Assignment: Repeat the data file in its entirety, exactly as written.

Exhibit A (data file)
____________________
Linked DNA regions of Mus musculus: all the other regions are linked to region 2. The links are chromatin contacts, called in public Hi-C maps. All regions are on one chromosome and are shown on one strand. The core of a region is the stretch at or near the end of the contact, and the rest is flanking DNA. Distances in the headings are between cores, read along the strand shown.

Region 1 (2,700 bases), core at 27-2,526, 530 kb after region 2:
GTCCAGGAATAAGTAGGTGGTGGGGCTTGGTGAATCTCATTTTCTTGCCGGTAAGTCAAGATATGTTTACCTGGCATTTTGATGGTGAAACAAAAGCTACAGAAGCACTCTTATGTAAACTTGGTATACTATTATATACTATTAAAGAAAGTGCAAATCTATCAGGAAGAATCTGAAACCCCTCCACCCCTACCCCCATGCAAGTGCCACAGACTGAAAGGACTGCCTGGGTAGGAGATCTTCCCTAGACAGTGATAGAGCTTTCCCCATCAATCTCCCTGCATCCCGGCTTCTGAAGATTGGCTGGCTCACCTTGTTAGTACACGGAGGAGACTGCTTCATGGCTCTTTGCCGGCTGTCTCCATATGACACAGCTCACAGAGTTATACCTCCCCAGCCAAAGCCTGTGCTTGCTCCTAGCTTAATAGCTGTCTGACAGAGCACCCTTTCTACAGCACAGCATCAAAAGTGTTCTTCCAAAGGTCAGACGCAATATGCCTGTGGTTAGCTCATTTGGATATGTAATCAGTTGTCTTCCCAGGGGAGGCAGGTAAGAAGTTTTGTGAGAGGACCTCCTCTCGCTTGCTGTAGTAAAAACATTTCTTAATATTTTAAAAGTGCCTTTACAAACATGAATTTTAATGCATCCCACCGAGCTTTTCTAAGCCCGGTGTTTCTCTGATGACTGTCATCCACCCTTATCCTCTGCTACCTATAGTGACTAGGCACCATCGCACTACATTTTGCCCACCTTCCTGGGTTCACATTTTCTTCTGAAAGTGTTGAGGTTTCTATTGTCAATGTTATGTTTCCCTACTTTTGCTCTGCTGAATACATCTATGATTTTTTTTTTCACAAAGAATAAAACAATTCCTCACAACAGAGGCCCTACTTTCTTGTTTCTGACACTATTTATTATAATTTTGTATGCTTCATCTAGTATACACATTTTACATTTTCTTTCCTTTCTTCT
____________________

Linked DNA regions of Mus musculus: all the other regions are linked to region 2. The links are chromatin contacts, called in public Hi-C maps. All regions are on one chromosome and are shown on one strand. The core of a region is the stretch at or near the end of the contact, and the rest is flanking DNA. Distances in the headings are between cores, read along the strand shown.

Region 1 (2,700 bases), core at 27-2,526, 530 kb after region 2:
GTCCAGGAATAAGTAGGTGGTGGGGCTTGGTGAATCTCATTTTCTTGCCGGTAAGTCAAGATATGTTTACCTGGCATTTTGATGGTGAAACAAAAGCTACAGAAGCACTCTTATGTAAACTTGGTATACTATTATATACTATTAAAGAAAGTGCAAATCTATCAGGAAGAATCTGAAACCCCTCCACCCCTACCCCCATGCAAGTGCCACAGACTGAAAGGACTGCCTGGGTAGGAGATCTTCCCTAGACAGTGATAGAGCTTTCCCCATCAATCTCCCTGCATCCCGGCTTCTGAAGATTGGCTGGCTCACCTTGTTAGTACACGGAGGAGACTGCTTCATGGCTCTTTGCCGGCTGTCTCCATATGACACAGCTCACAGAGTTATACCTCCCCAGCCAAAGCCTGTGCTTGCTCCTAGCTTAATAGCTGTCTGACAGAGCACCCTTTCTACAGCACAGCATCAAAAGTGTTCTTCCAAAGGTCAGACGCAATATGCCTGTGGTTAGCTCATTTGGATATGTAATCAGTTGTCTTCCCAGGGGAGGCAGGTAAGAAGTTTTGTGAGAGGACCTCCTCTCGCTTGCTGTAGTAAAAACATTTCTTAATATTTTAAAAGTGCCTTTACAAACATGAATTTTAATGCATCCCACCGAGCTTTTCTAAGCCCGGTGTTTCTCTGATGACTGTCATCCACCCTTATCCTCTGCTACCTATAGTGACTAGGCACCATCGCACTACATTTTGCCCACCTTCCTGGGTTCACATTTTCTTCTGAAAGTGTTGAGGTTTCTATTGTCAATGTTATGTTTCCCTACTTTTGCTCTGCTGAATACATCTATGATTTTTTTTTTCACAAAGAATAAAACAATTCCTCACAACAGAGGCCCTACTTTCTTGTTTCTGACACTATTTATTATAATTTTGTATGCTTCATCTAGTATACACATTTTACATTTTCTTTCCTTTCTTCT